Working in a corporate environment we are often asked to drop tasks and projects that we are currently involved in, so that our efforts can be concentrated on other initiatives within the organization that needs our attention.
We often need to transition these tasks to other individuals in the same or similar role as our own.
“One of the hardest things for someone working in Business Analytics is letting go of a project they are working on or transferring it to another Business Analyst.”
You have already put in significant time, effort, and energy to bring the project and stakeholders together and now you are being asked to transition it to another person. The first thing that comes to mind is a younger version of myself that says “I don’t wanna share! This is my toy!”. I was an only child, so I didn’t have to share a lot when I was younger, but when I did it was an effort for my mother to get me to do so. Thank you, mom, for teaching me this important life lesson early on, so that it is easier for me to share as an adult.
“It is perfectly acceptable to share our work with others when we need assistance.”
I have been on both sides of the coin (giving and receiving). It can be strenuous for both parties for different reasons, but the analyst receiving the project from another will have to perform more work initially in order to be brought up to speed on the project. Many times, you may not even know which questions to ask or what information you need as you have not been associated with the project in any role.
“Working in the field of Business Analytics, one needs to remain flexible and open to change.”
I have devised the below checklist to assist with the transition process from one Business Analyst to another. The checklist is meant as a guide or a talking point when creating your very own Transition Checklist. The Business Analyst should be thinking about the potential answers to each of the items during the initial transition of the project. Each project is different and working in the Business Analysis field, we need to be committed to change. Therefore, each Transition Checklist may be different. The checklist below is created from the aspect of the analyst(s) receiving an active project, however, the analyst(s) transitioning the work to another should be proactive and communicate as many of the touch points listed below as applicable to the project.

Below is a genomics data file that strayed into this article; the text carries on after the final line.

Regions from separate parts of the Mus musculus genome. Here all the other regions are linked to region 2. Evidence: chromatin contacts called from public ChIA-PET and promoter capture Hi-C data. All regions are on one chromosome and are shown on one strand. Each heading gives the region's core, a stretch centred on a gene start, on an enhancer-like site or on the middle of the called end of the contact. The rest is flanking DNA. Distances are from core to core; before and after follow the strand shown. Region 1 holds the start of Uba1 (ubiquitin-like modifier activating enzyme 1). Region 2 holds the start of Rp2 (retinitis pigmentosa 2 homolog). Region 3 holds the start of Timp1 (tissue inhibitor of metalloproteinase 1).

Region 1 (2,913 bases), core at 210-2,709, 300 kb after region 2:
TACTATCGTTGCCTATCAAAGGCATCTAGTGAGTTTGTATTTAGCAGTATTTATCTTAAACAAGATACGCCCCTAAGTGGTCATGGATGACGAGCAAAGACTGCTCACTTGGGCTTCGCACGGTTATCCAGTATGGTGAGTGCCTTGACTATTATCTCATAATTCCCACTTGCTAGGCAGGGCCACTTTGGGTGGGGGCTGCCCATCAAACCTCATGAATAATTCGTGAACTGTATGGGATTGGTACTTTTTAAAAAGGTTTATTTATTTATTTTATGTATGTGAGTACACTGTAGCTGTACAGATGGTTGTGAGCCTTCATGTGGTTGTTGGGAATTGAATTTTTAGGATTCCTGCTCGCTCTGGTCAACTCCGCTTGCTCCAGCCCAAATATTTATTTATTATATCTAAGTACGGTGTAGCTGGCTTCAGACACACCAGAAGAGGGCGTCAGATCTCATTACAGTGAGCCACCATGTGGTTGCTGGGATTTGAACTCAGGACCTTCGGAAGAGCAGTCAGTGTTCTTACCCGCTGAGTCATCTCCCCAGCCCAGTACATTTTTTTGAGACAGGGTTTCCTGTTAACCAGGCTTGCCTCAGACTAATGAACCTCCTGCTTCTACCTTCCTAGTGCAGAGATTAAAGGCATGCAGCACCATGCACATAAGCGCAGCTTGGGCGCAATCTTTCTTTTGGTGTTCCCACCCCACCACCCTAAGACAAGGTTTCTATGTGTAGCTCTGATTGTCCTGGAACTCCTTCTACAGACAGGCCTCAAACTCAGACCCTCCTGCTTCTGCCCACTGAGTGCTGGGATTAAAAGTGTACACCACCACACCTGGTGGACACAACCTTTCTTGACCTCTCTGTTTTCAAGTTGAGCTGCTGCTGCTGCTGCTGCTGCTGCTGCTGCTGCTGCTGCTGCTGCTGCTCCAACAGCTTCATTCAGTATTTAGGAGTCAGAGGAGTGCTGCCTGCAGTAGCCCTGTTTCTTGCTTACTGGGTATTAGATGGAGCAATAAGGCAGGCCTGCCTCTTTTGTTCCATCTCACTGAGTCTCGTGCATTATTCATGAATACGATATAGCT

- Verify the tasks, goals, deliverables, and roles in the phase(s) owned by your team
- Identify what methodology is currently being used: Waterfall, Agile, Agile-Waterfall Hybrid
- Identify the project goals and scope
- Are the correct resources on the project or are there resources missing?
- Determine if it is possible for the previous analyst to stay on the project as a mentor for a short time period
- Conduct a meeting to introduce yourself to the new project team. Make sure to cover the following:
- Review established expectations
- Review established ground rules
- Review key decisions made prior to your assignment
- Review Stakeholder roles and responsibilities for accuracy
- Inform group of what they can expect from you moving forward
- What is the current communication style?
- Is there a communication plan?
- Where is the project documentation stored?
- Meet with the current analyst on the project and complete a knowledge transfer
- Walkthrough of the requirements and project scope
- Review the current BA Plan and complete any updates needed
- Obtain written approval of updates from key Stakeholders
- What are the deliverables (completed and outstanding)?
- Project milestones
- Change Requests
- What is the current phase of the project?
- Meet with the Project Manager to cover the project timeline
- What are the key milestones that will need to be completed and the dates?
- Record the impact/risk of the transition of Business Analysts on the project
- What is the current health check of the project: At Risk, Poor, On Schedule, Ahead of Schedule
- What are the dependencies or relationships with other projects?
- How many Project Managers are currently assigned to the project?
- How many Project Managers have been transitioned off of the project?
- What are the Known Production Problems that are to be resolved as part of the project?
- What are the details of the Release Schedule?
- Who are the Third Party Vendors involved in scope, requirements, testing, or implementation?
- What are the defects associated with the project?
- What are the identified constraints?